An IPO is normally the preferred exit strategy for private equity investments as it generally yields the highest returns. However, since launching a successful IPO depends on favorable market conditions, among other factors, investors must always plan ahead alternative exit routes. That's where trade sales come in.

In a trade sale, a buyer purchases the target company's shares. In some cases, such as when the buyer is a strategic player in the target company's business (e.g., a competitor, customer or supplier), the buyer will only go through the purchase if it is able to buy all of the target company's shares (or at least a number of shares that will secure absolute control over the target company).

If the other shareholders of the target company are at the time willing to sell their shares to the strategic buyer, the problem is solved. Everyone sells their shares and the private equity investor has its desired exit. But what happens when only the private equity fund wants (or needs) to sell shares? How does it make sure that a trade sale exit will be feasible? The typical solution to this challenge is the provision of a drag along clause in the target company's shareholders' agreement.

Notwithstanding variations from one agreement to the other, the drag along clause usually has the following basic structure: it empowers the shareholder who wants to sell its interest in the company and has found a buyer willing to acquire the shares to drag and force the other shareholders to also sell their interests to the same buyer and under the same conditions. The private equity vehicle holding such drag along right is thus able to exit the company even where the buyer only has interest in acquiring all of the company's shares.

Drag along rights are more commonly ascribed to the majority shareholder (or alternatively to all shareholders subject to the rule that such rights can only be exercised jointly by a group of shareholders representing the majority of the voting rights attributed to the company's shares). But, especially in seed and venture capital investments, it can also be granted to minority shareholders, especially private equity funds, which are thus allowed to compel the majority shareholder to also sell its shares.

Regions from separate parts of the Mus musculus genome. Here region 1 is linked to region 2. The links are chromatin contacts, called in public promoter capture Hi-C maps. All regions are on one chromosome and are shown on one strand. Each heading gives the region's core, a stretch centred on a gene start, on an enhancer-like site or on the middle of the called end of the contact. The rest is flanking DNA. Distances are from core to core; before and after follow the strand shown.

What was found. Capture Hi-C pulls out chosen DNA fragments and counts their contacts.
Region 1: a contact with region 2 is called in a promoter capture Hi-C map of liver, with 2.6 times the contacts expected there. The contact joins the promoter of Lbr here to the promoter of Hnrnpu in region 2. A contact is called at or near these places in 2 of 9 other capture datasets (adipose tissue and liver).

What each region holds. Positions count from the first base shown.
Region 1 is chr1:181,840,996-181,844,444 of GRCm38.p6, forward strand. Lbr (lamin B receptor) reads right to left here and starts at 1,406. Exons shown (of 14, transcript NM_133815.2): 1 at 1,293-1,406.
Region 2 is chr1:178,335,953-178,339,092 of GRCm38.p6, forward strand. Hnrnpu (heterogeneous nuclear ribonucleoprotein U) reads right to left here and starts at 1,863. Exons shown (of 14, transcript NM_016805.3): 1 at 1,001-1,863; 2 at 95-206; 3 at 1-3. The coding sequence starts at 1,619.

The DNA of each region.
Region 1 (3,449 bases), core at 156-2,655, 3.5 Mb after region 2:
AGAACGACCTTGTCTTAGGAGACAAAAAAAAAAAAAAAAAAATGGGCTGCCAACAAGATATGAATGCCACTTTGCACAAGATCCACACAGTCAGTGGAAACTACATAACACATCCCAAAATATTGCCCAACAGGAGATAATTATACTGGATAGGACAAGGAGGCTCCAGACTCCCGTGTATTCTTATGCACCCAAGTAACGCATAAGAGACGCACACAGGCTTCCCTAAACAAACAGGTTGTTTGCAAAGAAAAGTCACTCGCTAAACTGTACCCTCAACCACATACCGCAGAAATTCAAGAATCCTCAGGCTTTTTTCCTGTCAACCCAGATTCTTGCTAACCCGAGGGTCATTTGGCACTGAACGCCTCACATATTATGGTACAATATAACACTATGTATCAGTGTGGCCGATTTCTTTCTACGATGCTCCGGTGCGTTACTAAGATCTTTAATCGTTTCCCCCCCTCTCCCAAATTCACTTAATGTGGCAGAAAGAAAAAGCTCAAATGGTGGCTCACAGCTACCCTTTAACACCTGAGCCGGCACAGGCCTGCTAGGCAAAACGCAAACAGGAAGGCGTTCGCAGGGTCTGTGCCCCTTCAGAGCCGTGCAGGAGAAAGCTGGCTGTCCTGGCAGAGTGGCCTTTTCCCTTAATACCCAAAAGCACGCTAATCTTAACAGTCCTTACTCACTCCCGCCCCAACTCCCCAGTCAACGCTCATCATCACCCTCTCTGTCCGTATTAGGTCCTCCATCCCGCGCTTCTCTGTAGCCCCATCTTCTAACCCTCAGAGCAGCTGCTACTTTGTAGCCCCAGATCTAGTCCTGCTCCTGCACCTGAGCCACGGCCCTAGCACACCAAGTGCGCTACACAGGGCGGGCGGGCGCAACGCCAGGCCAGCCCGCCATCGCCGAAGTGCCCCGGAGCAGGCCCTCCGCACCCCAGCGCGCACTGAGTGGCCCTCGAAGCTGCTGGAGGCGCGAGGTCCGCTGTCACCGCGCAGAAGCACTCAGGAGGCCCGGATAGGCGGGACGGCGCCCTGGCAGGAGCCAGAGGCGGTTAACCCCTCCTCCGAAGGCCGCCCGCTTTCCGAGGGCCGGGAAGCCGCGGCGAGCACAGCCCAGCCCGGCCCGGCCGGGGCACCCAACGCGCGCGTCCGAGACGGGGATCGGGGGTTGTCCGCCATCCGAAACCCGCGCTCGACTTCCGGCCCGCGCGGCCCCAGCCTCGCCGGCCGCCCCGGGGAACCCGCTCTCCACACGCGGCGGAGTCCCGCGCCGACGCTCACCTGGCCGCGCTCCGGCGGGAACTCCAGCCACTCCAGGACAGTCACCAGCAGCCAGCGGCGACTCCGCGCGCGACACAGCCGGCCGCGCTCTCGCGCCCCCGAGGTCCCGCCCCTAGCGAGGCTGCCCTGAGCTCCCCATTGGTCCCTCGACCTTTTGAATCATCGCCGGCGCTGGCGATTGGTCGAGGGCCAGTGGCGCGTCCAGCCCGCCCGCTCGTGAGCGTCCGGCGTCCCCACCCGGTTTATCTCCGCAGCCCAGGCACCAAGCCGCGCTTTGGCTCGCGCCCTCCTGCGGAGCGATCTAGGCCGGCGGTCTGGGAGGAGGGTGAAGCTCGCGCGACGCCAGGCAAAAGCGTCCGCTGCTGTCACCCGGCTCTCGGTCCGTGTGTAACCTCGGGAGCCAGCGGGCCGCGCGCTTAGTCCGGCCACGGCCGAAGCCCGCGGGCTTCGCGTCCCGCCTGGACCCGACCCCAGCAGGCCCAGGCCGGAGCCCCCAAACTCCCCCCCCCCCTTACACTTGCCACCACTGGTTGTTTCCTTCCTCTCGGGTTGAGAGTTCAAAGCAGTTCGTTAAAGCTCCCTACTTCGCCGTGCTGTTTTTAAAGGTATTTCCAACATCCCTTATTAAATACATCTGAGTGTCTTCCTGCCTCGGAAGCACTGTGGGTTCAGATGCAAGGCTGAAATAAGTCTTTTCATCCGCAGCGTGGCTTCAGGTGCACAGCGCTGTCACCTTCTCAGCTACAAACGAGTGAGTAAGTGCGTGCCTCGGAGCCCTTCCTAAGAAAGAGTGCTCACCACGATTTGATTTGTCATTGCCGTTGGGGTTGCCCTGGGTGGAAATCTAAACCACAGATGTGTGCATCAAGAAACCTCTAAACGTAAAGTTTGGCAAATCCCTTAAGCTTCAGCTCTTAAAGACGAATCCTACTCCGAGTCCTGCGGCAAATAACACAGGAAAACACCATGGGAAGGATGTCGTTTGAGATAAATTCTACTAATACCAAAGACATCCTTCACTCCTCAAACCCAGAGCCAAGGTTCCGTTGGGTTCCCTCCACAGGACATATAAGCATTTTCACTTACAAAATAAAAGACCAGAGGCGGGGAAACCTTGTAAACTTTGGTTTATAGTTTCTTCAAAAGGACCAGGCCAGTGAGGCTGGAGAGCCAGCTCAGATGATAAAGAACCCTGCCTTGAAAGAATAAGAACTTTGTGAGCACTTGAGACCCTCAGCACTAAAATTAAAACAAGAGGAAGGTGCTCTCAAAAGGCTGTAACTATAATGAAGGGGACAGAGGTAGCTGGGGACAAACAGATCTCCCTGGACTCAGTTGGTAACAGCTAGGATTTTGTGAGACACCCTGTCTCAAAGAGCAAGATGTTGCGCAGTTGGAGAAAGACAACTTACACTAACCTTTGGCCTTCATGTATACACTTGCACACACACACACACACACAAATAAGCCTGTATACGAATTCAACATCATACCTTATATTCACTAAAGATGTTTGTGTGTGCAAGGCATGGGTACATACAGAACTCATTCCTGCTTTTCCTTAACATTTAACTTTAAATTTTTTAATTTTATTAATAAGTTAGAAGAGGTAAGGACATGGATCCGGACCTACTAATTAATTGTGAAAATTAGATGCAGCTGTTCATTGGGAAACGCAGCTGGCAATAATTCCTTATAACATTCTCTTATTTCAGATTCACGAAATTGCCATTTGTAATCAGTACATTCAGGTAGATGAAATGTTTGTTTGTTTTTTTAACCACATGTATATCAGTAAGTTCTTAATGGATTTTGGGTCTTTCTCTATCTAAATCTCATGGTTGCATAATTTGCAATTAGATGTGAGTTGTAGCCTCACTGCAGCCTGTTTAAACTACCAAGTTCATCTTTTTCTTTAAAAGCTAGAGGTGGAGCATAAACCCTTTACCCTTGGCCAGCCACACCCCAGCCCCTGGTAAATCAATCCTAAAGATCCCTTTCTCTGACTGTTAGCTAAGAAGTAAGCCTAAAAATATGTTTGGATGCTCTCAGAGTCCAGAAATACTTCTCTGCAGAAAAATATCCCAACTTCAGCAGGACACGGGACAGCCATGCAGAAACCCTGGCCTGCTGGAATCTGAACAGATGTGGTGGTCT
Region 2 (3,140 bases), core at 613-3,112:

In this case, the provision is known as a reverse drag along clause.

The drag along right also brings another benefit to the private equity fund, notably when it is a minority shareholder. In addition to facilitating an exit the drag along also enables the fund to share the added value that a buyer would otherwise pay only for the controlling shares. Since the sale of shares by all shareholders must be consummated under the same terms and conditions, the added value (control premium) is divided proportionally among all sellers. In short, the drag along right increases liquidity and value. Drag along rights are not necessarily attributed to all shareholders. Private equity vehicles may request to have drag along rights but will want to avoid being dragged out of their investment for a value below their expectations.

Naturally, the other shareholders may also have similar concerns. Even though the drag along clause usually aligns the interests of the private equity fund and those of the other shareholders – after all, both will want to obtain the highest sale price possible for their shares – in some cases misalignments can occur. The other shareholders may be unwilling to sell their shares at a certain moment because they believe the company's prospects will increase in the long run or are emotionally attached to it. They may also be concerned that they will be forced to sell for a price lower than the company's fair value if the private equity fund is under a deadline to be liquidated.

Some of the shareholders' apprehensions about being dragged can be addressed. A typical protective provision is the right of first refusal (ROFR) or the right of first offer (ROFO), which allows them to acquire the shares being sold and thus continue in the company. The ability to exercise a ROFR or ROFO, though, may not provide sufficient comfort. Even if the shareholders believe the offered shares are underpriced, they may not have readily available funds to acquire them. Or due to circumstantial economic conditions, such shareholders may not be able to raise funds in the market to buy the offered shares.

The agreement can also establish a general lock-up period or that the drag along rights may only be exercised after a certain time period has elapsed. Concerns about underselling in many cases can be addressed if the agreement sets forth a minimum price for the shares subject to the drag along rights. This minimum price can be pre-determined upon the execution of the agreement or be established at the time of the sale based on an appraisal of the company's fair value or some other criteria.

Carefully and creatively drafted, drag along provisions can provide a potential way out of an investment for private equity vehicles, while addressing concerns that the other shareholders may have about being dragged out of the company.

The content of this article is intended to provide a general guide to the subject matter. Specialist advice should be sought about your specific circumstances.